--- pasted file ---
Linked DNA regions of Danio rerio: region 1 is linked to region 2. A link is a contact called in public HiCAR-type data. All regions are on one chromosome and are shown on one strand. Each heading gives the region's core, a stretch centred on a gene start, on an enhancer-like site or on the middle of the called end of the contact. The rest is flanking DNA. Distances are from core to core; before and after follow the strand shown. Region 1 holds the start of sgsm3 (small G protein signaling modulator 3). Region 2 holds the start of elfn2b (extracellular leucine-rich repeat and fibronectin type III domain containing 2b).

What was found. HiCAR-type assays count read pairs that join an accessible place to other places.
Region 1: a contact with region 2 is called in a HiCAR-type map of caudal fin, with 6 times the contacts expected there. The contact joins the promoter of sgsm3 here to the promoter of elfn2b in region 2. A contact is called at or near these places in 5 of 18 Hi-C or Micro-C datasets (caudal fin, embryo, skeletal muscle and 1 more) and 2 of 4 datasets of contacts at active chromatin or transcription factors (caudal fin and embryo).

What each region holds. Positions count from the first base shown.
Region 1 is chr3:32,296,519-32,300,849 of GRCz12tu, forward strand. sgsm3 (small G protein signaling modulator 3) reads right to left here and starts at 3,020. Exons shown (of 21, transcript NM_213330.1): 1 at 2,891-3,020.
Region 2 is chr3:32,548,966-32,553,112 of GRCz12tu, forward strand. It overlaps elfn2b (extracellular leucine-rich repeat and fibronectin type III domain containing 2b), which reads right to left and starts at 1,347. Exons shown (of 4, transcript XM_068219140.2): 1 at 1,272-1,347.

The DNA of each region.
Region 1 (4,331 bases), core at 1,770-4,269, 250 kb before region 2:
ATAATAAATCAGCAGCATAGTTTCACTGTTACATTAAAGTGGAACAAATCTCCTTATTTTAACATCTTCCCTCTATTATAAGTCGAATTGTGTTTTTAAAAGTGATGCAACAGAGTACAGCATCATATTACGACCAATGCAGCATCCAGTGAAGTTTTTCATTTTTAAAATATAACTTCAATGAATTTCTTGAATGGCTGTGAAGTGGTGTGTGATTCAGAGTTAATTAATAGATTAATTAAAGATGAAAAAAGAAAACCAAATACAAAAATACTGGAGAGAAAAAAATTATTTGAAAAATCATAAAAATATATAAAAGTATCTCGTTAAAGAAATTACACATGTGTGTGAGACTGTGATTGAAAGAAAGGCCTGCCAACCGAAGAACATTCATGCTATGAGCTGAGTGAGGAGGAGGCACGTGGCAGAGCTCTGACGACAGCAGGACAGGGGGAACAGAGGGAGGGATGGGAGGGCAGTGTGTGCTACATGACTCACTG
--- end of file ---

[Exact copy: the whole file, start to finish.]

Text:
Linked DNA regions of Danio rerio: region 1 is linked to region 2. A link is a contact called in public HiCAR-type data. All regions are on one chromosome and are shown on one strand. Each heading gives the region's core, a stretch centred on a gene start, on an enhancer-like site or on the middle of the called end of the contact. The rest is flanking DNA. Distances are from core to core; before and after follow the strand shown. Region 1 holds the start of sgsm3 (small G protein signaling modulator 3). Region 2 holds the start of elfn2b (extracellular leucine-rich repeat and fibronectin type III domain containing 2b).

What was found. HiCAR-type assays count read pairs that join an accessible place to other places.
Region 1: a contact with region 2 is called in a HiCAR-type map of caudal fin, with 6 times the contacts expected there. The contact joins the promoter of sgsm3 here to the promoter of elfn2b in region 2. A contact is called at or near these places in 5 of 18 Hi-C or Micro-C datasets (caudal fin, embryo, skeletal muscle and 1 more) and 2 of 4 datasets of contacts at active chromatin or transcription factors (caudal fin and embryo).

What each region holds. Positions count from the first base shown.
Region 1 is chr3:32,296,519-32,300,849 of GRCz12tu, forward strand. sgsm3 (small G protein signaling modulator 3) reads right to left here and starts at 3,020. Exons shown (of 21, transcript NM_213330.1): 1 at 2,891-3,020.
Region 2 is chr3:32,548,966-32,553,112 of GRCz12tu, forward strand. It overlaps elfn2b (extracellular leucine-rich repeat and fibronectin type III domain containing 2b), which reads right to left and starts at 1,347. Exons shown (of 4, transcript XM_068219140.2): 1 at 1,272-1,347.

The DNA of each region.
Region 1 (4,331 bases), core at 1,770-4,269, 250 kb before region 2:
ATAATAAATCAGCAGCATAGTTTCACTGTTACATTAAAGTGGAACAAATCTCCTTATTTTAACATCTTCCCTCTATTATAAGTCGAATTGTGTTTTTAAAAGTGATGCAACAGAGTACAGCATCATATTACGACCAATGCAGCATCCAGTGAAGTTTTTCATTTTTAAAATATAACTTCAATGAATTTCTTGAATGGCTGTGAAGTGGTGTGTGATTCAGAGTTAATTAATAGATTAATTAAAGATGAAAAAAGAAAACCAAATACAAAAATACTGGAGAGAAAAAAATTATTTGAAAAATCATAAAAATATATAAAAGTATCTCGTTAAAGAAATTACACATGTGTGTGAGACTGTGATTGAAAGAAAGGCCTGCCAACCGAAGAACATTCATGCTATGAGCTGAGTGAGGAGGAGGCACGTGGCAGAGCTCTGACGACAGCAGGACAGGGGGAACAGAGGGAGGGATGGGAGGGCAGTGTGTGCTACATGACTCACTG